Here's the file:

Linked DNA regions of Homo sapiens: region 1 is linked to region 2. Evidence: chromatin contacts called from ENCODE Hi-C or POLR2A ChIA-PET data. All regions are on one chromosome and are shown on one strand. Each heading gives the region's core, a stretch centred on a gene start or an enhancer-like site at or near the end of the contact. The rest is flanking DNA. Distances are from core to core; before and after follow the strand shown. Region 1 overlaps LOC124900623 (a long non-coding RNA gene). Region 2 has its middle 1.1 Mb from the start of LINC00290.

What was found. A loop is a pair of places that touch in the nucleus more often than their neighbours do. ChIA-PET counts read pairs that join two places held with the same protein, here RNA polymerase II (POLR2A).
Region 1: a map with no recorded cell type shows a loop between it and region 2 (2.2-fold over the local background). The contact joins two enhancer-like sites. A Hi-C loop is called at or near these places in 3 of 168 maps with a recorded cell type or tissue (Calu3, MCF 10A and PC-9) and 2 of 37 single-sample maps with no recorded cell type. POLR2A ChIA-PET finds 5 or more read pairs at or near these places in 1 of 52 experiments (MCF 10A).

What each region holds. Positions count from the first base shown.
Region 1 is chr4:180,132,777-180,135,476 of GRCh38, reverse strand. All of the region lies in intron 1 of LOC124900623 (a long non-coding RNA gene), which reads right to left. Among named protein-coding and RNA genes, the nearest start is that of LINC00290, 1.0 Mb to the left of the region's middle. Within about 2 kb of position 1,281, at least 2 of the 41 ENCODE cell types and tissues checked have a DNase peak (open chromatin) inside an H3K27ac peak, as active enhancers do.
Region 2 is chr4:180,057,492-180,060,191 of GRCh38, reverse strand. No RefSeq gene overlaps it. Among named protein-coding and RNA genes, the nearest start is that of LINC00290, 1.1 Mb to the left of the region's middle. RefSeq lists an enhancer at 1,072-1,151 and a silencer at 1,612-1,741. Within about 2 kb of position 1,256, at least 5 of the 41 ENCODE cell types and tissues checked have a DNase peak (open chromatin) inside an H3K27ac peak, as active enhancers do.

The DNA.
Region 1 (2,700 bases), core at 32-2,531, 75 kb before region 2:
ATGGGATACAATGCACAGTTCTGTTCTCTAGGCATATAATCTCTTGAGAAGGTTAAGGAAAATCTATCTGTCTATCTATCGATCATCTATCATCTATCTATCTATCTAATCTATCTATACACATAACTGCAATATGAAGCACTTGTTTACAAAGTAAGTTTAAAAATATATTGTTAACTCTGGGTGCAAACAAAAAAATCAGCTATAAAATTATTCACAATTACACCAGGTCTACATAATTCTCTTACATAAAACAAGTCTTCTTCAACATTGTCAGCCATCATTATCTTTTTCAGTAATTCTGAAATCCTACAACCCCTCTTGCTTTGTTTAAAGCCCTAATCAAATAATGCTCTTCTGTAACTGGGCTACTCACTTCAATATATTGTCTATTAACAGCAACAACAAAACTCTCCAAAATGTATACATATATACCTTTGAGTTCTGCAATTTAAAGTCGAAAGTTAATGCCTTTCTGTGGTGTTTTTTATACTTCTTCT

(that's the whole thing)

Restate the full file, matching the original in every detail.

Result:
Linked DNA regions of Homo sapiens: region 1 is linked to region 2. Evidence: chromatin contacts called from ENCODE Hi-C or POLR2A ChIA-PET data. All regions are on one chromosome and are shown on one strand. Each heading gives the region's core, a stretch centred on a gene start or an enhancer-like site at or near the end of the contact. The rest is flanking DNA. Distances are from core to core; before and after follow the strand shown. Region 1 overlaps LOC124900623 (a long non-coding RNA gene). Region 2 has its middle 1.1 Mb from the start of LINC00290.

What was found. A loop is a pair of places that touch in the nucleus more often than their neighbours do. ChIA-PET counts read pairs that join two places held with the same protein, here RNA polymerase II (POLR2A).
Region 1: a map with no recorded cell type shows a loop between it and region 2 (2.2-fold over the local background). The contact joins two enhancer-like sites. A Hi-C loop is called at or near these places in 3 of 168 maps with a recorded cell type or tissue (Calu3, MCF 10A and PC-9) and 2 of 37 single-sample maps with no recorded cell type. POLR2A ChIA-PET finds 5 or more read pairs at or near these places in 1 of 52 experiments (MCF 10A).

What each region holds. Positions count from the first base shown.
Region 1 is chr4:180,132,777-180,135,476 of GRCh38, reverse strand. All of the region lies in intron 1 of LOC124900623 (a long non-coding RNA gene), which reads right to left. Among named protein-coding and RNA genes, the nearest start is that of LINC00290, 1.0 Mb to the left of the region's middle. Within about 2 kb of position 1,281, at least 2 of the 41 ENCODE cell types and tissues checked have a DNase peak (open chromatin) inside an H3K27ac peak, as active enhancers do.
Region 2 is chr4:180,057,492-180,060,191 of GRCh38, reverse strand. No RefSeq gene overlaps it. Among named protein-coding and RNA genes, the nearest start is that of LINC00290, 1.1 Mb to the left of the region's middle. RefSeq lists an enhancer at 1,072-1,151 and a silencer at 1,612-1,741. Within about 2 kb of position 1,256, at least 5 of the 41 ENCODE cell types and tissues checked have a DNase peak (open chromatin) inside an H3K27ac peak, as active enhancers do.

The DNA.
Region 1 (2,700 bases), core at 32-2,531, 75 kb before region 2:
ATGGGATACAATGCACAGTTCTGTTCTCTAGGCATATAATCTCTTGAGAAGGTTAAGGAAAATCTATCTGTCTATCTATCGATCATCTATCATCTATCTATCTATCTAATCTATCTATACACATAACTGCAATATGAAGCACTTGTTTACAAAGTAAGTTTAAAAATATATTGTTAACTCTGGGTGCAAACAAAAAAATCAGCTATAAAATTATTCACAATTACACCAGGTCTACATAATTCTCTTACATAAAACAAGTCTTCTTCAACATTGTCAGCCATCATTATCTTTTTCAGTAATTCTGAAATCCTACAACCCCTCTTGCTTTGTTTAAAGCCCTAATCAAATAATGCTCTTCTGTAACTGGGCTACTCACTTCAATATATTGTCTATTAACAGCAACAACAAAACTCTCCAAAATGTATACATATATACCTTTGAGTTCTGCAATTTAAAGTCGAAAGTTAATGCCTTTCTGTGGTGTTTTTTATACTTCTTCT